4. Brazil vs. the USA

Taking into account Hofstede’s cultural dimensions theory, the comparison of Brazilian and the US cultures can be provided based on five key parameters such as individualism (collectivism), power distance, uncertainty avoidance, masculinity (femininity), and long-term (short-term) orientation. Based on the aspects mentioned above, there can be defined the specific features of the representatives of the US and Brazilian cultures, the understanding of which can significantly improve the efficiency of communication.

The individualistic cultures are based on the high rate of personal and individual goals of their representatives. They do not strive to integrate into groups and strictly protect their private interests. Contrary, the representatives of the collectivist cultures engage in the achievement of the group goals and interests. The US rate of individualism is 91 while Brazil is evaluated as 38. The higher the individualism index, the more personalized and non-integrated the representatives of the specific cultures. It means that contrary to the US citizens, the Brazilians value collective relations and interests the most (Smith & Peterson, 2008).

The index of power distance means that less powerful society members perceive the power the power based on the acceptance of the unequal power distribution and their expectations. Brazil’s index is 69 while the US’s is 40. It means that Brazil has an unequal distribution of wealth compared to the US.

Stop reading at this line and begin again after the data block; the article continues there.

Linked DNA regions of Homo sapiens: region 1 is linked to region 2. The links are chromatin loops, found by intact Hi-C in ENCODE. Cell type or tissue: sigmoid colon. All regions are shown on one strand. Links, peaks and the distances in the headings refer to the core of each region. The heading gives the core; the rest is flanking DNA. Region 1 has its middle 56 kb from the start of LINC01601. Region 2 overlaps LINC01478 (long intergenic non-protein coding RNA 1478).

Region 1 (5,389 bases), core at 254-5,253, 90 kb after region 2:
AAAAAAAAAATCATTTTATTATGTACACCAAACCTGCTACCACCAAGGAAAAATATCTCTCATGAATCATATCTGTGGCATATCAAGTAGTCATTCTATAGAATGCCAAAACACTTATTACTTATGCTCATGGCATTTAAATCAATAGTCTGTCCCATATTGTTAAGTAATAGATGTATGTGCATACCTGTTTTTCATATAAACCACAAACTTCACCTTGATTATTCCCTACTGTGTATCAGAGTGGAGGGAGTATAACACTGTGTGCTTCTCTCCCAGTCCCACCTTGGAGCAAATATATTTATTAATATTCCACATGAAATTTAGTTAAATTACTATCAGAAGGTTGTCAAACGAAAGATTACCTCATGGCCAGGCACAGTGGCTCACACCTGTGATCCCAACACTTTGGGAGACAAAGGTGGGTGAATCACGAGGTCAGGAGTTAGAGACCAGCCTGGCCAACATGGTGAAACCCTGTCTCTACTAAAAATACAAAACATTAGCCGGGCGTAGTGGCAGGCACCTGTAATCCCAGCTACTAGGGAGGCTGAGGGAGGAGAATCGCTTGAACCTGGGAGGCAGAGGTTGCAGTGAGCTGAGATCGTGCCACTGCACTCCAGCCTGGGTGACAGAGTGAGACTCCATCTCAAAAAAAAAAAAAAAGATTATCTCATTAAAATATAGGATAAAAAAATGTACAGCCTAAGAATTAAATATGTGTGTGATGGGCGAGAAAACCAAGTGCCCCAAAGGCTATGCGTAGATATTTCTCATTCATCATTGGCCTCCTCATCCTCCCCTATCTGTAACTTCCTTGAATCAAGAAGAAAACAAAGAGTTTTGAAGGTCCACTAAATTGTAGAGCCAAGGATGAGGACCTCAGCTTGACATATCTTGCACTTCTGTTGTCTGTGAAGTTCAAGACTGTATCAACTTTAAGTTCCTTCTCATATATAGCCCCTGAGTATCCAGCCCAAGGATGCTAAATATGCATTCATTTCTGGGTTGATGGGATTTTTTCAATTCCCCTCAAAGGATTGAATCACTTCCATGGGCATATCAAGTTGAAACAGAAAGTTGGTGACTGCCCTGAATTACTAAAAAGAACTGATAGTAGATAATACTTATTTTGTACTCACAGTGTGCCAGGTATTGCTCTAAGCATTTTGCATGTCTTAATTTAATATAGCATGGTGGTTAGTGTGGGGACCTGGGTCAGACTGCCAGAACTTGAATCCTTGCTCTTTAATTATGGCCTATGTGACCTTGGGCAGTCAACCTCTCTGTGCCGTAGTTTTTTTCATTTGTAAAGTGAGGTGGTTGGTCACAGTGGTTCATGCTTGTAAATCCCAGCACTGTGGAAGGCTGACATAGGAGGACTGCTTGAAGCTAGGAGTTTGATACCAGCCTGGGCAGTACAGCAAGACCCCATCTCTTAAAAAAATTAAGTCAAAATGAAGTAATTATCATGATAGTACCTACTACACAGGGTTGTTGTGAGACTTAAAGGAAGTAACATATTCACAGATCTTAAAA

Brazil has a high rate of uncertainty avoidance index (76) and typically tries to avoid uncertain and ambiguous situations, desiring to establish clear rules of conduct, the credibility of traditions and foundations, lifestyles, and a way of thinking among others. From the other side, The US is characterized by the relatively low uncertainty avoidance rate (46).

The US belongs to the masculine culture (62) and is characterized by high assertiveness, focusing on the achievement of the desired results, as well as confidence, determination, and commitment to material values. On the contrary, Brazil with the low rate of masculinity index (49) belongs to feminine culture. It is characterized by the concentration on relations, cultural values, concern for the quality of life, and other.

Brazil has a high index of long-term orientation (65). The main peculiarities of its culture include persistence in the achievement of the set objectives and prudence in the same. From the other side, the United States, shows the low rate in the index of long-term orientation (29). Thus, the country demonstrates high adherence to stability, personal steadiness, and fulfilling social obligations without the desire to evaluate the long-term perspectives.

5. Conclusion

Based on the results of Hofstede’s cultural dimension analysis, it can be stated that the cultures of the US and Brazil are opposite. Brazil belongs to the collective feminine culture with a high rate of uncertainty avoidance, as well as unequal distribution of power and wealth among the population. On the contrary, the US is considered as an individualistic masculine culture with the relatively equal distribution of power and wealth, as well as a low rate of long-term orientation. However, taking into account the economic advantages of the large Brazilian economy, the country can be recommended for starting a business venture. However, it should be taken into account that business performance and communication should be based on the specifics of the Brazilian culture.